the staff of the Ridgewood blog
Palisades Park NJ, Attorney General Gurbir S. Grewal and the Division on Civil Rights announced today that the Division has issued a Finding of Probable Cause (FPC) against a North Jersey real estate agency that allegedly failed to show a prospective renter an apartment on the basis of the renter’s national origin and spoken language.
KayMax Realty, Inc., the agency that handled the Bergen County rental unit, is listed as a Respondent in the Finding of Probable Cause along with the couple who owns the dwelling.
KayMax and the couple are accused of violating the New Jersey Law Against Discrimination (LAD) in 2018 by declining to rent a four-bedroom apartment to prospective tenant Anna Ceylan, who was seeking to move to New Jersey from New York City, and by making statements indicating that they would only rent to a person who was Korean or spoke Korean.
The couple lived in one unit of their duplex and had advertised a basement apartment on Zillow.com as an available rental. The couple allegedly told their realtor, KayMax, of their desire to avoid renting to any person who did not speak Korean, and the agency allegedly adhered to their wishes.
“New Jersey law clearly prohibits discrimination on the basis of national origin in rental housing,” said Attorney General Grewal. “There is simply no excuse for real estate professionals to engage in or cooperate with such conduct – tacitly or otherwise.”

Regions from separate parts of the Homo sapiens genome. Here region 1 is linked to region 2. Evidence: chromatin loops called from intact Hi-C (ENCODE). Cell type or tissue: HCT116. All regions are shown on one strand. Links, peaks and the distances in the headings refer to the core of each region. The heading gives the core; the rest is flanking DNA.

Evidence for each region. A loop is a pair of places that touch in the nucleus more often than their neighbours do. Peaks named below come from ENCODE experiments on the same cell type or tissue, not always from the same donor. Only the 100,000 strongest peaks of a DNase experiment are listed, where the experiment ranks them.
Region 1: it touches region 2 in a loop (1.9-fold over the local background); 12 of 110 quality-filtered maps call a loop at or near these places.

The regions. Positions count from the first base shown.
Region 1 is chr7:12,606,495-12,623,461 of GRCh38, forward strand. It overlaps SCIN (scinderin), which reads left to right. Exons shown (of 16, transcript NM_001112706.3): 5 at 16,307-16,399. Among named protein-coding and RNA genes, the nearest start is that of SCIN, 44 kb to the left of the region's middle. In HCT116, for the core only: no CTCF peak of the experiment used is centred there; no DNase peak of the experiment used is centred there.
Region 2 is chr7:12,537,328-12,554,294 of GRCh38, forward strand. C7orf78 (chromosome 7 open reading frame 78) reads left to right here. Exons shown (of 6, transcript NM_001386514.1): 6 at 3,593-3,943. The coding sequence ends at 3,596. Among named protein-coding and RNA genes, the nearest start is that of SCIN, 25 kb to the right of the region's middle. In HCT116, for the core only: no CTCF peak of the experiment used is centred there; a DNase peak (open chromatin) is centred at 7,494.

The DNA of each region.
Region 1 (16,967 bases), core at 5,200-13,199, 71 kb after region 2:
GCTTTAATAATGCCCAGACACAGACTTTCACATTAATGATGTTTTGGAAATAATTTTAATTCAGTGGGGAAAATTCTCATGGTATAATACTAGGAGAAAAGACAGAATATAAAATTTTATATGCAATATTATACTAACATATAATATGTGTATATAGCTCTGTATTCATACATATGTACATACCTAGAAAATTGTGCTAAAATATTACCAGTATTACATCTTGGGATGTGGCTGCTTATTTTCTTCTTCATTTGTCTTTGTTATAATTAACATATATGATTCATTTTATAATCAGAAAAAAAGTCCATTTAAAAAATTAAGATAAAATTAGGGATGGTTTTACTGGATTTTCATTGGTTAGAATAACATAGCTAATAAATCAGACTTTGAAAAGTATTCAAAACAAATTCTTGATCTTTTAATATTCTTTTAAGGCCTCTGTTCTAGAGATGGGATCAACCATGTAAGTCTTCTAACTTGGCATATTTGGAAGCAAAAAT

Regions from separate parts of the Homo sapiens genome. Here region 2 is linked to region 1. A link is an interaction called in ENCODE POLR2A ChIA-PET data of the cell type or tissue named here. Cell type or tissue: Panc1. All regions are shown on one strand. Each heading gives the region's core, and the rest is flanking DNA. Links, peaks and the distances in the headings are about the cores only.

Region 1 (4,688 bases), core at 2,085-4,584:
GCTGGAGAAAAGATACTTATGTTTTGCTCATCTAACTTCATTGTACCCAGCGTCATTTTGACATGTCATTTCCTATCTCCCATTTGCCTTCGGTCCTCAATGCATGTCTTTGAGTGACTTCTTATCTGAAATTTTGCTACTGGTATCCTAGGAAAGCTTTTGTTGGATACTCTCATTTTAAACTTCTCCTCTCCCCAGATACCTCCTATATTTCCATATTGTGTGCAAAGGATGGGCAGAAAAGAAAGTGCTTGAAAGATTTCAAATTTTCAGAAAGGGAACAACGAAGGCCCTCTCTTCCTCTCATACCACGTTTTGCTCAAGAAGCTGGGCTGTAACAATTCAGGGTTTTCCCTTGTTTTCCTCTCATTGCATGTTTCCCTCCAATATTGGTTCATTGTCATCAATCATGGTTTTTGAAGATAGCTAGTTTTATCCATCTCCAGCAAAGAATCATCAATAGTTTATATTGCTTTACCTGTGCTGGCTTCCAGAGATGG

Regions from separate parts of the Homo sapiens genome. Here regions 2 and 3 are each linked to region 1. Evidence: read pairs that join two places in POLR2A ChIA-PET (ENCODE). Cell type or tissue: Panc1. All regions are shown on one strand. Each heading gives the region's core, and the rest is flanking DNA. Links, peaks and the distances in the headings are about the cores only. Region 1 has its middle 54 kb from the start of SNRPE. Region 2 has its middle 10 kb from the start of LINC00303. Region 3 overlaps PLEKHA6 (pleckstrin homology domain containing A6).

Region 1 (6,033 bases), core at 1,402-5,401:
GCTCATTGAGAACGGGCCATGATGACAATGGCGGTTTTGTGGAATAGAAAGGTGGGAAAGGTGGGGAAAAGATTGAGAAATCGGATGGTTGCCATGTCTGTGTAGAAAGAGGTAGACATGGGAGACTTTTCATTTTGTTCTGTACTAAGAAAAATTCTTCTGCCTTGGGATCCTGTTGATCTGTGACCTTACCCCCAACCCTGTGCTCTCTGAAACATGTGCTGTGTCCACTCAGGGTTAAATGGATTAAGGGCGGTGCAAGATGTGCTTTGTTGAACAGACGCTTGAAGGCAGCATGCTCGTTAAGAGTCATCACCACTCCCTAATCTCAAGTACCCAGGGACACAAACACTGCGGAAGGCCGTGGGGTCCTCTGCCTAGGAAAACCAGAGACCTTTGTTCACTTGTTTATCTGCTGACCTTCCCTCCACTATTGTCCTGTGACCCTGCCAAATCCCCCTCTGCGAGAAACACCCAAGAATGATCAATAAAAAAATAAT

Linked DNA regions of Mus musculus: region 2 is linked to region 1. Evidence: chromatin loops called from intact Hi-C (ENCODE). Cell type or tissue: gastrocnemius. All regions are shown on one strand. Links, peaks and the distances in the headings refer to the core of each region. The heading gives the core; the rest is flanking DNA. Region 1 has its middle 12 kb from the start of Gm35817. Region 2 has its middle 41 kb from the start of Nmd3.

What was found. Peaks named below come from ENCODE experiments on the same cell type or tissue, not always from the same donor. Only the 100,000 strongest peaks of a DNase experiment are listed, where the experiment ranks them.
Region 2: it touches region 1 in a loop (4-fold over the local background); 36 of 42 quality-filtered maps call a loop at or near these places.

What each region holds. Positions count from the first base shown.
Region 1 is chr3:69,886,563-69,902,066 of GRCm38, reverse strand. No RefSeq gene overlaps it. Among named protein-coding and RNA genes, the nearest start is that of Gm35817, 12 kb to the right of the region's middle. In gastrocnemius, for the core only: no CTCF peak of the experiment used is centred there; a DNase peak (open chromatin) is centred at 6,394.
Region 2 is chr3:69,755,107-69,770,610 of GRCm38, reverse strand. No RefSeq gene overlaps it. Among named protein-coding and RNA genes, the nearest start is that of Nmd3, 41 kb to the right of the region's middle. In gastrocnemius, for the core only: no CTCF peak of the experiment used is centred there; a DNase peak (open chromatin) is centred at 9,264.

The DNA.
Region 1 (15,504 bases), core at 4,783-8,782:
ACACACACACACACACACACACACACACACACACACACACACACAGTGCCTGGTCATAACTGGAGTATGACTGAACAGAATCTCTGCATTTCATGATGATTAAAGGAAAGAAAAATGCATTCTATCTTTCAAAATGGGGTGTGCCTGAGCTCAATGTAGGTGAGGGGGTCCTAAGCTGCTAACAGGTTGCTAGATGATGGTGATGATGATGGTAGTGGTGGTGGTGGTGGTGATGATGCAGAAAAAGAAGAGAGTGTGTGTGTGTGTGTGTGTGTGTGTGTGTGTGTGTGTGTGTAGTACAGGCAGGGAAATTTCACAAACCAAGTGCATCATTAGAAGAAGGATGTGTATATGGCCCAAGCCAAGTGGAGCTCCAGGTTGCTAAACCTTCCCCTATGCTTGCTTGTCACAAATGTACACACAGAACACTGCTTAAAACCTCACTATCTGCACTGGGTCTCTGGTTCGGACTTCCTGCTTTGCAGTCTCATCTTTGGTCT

“The Law Against Discrimination prohibits discriminatory utterances like those the realtor and the landlords are accused of making in this case,” said Director Wainer Apter. “Landlords cannot refuse to rent to tenants based on national origin. And because national origin is often inextricably intertwined with spoken language, a refusal to rent based on language can also violate the LAD.”
Ceylan saw the Zillow.com ad in mid-February 2018 and called KayMax to arrange a tour of the apartment, but the agent listed as the contact said she was too busy to talk and would call her back. When the promised return call did not materialize, Ceylan contacted another agent employed with a different real estate agency, who showed her the apartment.
Ceylan said she and her husband “fell in love with” the unit upon viewing it, but were never able to arrange a rental.
According to Ceylan, the agent who actually showed her the apartment related that the KayMax agent – the one listed in the Zillow.com ad as the contact — had confided that the owners would not rent to a person who was not Korean.
Ceylan sought assistance from the Fair Housing Council of Northern New Jersey (FHCNNJ). FHCNNJ conducted telephone testing which showed that, as of March 2, 2018, the basement was no longer included as part of the apartment Ceylan had sought, and that the rent for that unit had been reduced. Four days later, the apartment Ceylan had sought was no longer available.
FHCNNJ subsequently referred the matter to the Office of Fair Housing and Equal Opportunity, a Division within the U.S. Department of Housing and Urban Development (HUD). HUD then referred it to the Division on Civil Rights in keeping with a cooperative work sharing agreement between HUD and the Division under HUD’s Fair Housing Assistance Program.
A Finding of Probable Cause does not resolve a civil rights complaint. Rather, it means the State has concluded its preliminary investigation and determined there is sufficient evidence to support a reasonable suspicion New Jersey’s Law Against Discrimination (LAD) has been violated.